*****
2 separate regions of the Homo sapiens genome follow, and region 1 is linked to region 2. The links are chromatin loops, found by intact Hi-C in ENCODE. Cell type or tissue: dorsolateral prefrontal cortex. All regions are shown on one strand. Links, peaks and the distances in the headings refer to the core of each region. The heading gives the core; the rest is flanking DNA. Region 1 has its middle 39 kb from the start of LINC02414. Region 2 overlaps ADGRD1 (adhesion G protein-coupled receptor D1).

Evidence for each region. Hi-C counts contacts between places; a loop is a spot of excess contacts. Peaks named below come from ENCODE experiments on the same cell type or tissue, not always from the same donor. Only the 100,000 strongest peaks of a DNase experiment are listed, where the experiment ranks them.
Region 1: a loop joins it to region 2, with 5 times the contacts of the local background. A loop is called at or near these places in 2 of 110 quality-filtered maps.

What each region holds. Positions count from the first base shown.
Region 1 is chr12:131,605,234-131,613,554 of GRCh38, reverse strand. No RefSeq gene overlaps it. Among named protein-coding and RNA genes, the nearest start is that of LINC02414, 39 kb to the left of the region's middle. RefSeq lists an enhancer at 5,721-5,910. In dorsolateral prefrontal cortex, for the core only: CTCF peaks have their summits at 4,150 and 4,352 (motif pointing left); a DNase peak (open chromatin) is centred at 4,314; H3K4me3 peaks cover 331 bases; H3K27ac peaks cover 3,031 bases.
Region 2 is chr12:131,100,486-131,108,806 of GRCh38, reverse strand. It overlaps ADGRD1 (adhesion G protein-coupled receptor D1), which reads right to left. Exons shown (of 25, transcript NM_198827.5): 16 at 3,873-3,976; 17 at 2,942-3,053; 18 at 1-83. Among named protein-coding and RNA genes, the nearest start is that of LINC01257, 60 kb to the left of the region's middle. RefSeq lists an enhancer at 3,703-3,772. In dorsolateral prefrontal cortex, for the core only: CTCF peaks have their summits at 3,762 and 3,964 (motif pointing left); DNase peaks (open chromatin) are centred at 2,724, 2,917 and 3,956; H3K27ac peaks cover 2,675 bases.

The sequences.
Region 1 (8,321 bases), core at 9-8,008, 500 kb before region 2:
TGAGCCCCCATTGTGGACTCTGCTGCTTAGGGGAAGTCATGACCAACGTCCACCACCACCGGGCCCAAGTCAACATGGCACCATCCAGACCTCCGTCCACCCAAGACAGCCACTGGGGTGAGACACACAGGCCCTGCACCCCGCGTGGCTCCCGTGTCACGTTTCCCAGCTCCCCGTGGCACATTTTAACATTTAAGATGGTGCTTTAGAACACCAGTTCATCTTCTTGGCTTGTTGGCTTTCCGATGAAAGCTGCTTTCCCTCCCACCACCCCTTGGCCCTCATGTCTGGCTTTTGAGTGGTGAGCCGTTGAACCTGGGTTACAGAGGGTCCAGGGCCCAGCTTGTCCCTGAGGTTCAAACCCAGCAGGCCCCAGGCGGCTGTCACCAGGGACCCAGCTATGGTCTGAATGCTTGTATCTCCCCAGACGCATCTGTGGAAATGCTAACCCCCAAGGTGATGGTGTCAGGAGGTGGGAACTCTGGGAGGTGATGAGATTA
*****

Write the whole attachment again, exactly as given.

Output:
2 separate regions of the Homo sapiens genome follow, and region 1 is linked to region 2. The links are chromatin loops, found by intact Hi-C in ENCODE. Cell type or tissue: dorsolateral prefrontal cortex. All regions are shown on one strand. Links, peaks and the distances in the headings refer to the core of each region. The heading gives the core; the rest is flanking DNA. Region 1 has its middle 39 kb from the start of LINC02414. Region 2 overlaps ADGRD1 (adhesion G protein-coupled receptor D1).

Evidence for each region. Hi-C counts contacts between places; a loop is a spot of excess contacts. Peaks named below come from ENCODE experiments on the same cell type or tissue, not always from the same donor. Only the 100,000 strongest peaks of a DNase experiment are listed, where the experiment ranks them.
Region 1: a loop joins it to region 2, with 5 times the contacts of the local background. A loop is called at or near these places in 2 of 110 quality-filtered maps.

What each region holds. Positions count from the first base shown.
Region 1 is chr12:131,605,234-131,613,554 of GRCh38, reverse strand. No RefSeq gene overlaps it. Among named protein-coding and RNA genes, the nearest start is that of LINC02414, 39 kb to the left of the region's middle. RefSeq lists an enhancer at 5,721-5,910. In dorsolateral prefrontal cortex, for the core only: CTCF peaks have their summits at 4,150 and 4,352 (motif pointing left); a DNase peak (open chromatin) is centred at 4,314; H3K4me3 peaks cover 331 bases; H3K27ac peaks cover 3,031 bases.
Region 2 is chr12:131,100,486-131,108,806 of GRCh38, reverse strand. It overlaps ADGRD1 (adhesion G protein-coupled receptor D1), which reads right to left. Exons shown (of 25, transcript NM_198827.5): 16 at 3,873-3,976; 17 at 2,942-3,053; 18 at 1-83. Among named protein-coding and RNA genes, the nearest start is that of LINC01257, 60 kb to the left of the region's middle. RefSeq lists an enhancer at 3,703-3,772. In dorsolateral prefrontal cortex, for the core only: CTCF peaks have their summits at 3,762 and 3,964 (motif pointing left); DNase peaks (open chromatin) are centred at 2,724, 2,917 and 3,956; H3K27ac peaks cover 2,675 bases.

The sequences.
Region 1 (8,321 bases), core at 9-8,008, 500 kb before region 2:
TGAGCCCCCATTGTGGACTCTGCTGCTTAGGGGAAGTCATGACCAACGTCCACCACCACCGGGCCCAAGTCAACATGGCACCATCCAGACCTCCGTCCACCCAAGACAGCCACTGGGGTGAGACACACAGGCCCTGCACCCCGCGTGGCTCCCGTGTCACGTTTCCCAGCTCCCCGTGGCACATTTTAACATTTAAGATGGTGCTTTAGAACACCAGTTCATCTTCTTGGCTTGTTGGCTTTCCGATGAAAGCTGCTTTCCCTCCCACCACCCCTTGGCCCTCATGTCTGGCTTTTGAGTGGTGAGCCGTTGAACCTGGGTTACAGAGGGTCCAGGGCCCAGCTTGTCCCTGAGGTTCAAACCCAGCAGGCCCCAGGCGGCTGTCACCAGGGACCCAGCTATGGTCTGAATGCTTGTATCTCCCCAGACGCATCTGTGGAAATGCTAACCCCCAAGGTGATGGTGTCAGGAGGTGGGAACTCTGGGAGGTGATGAGATTA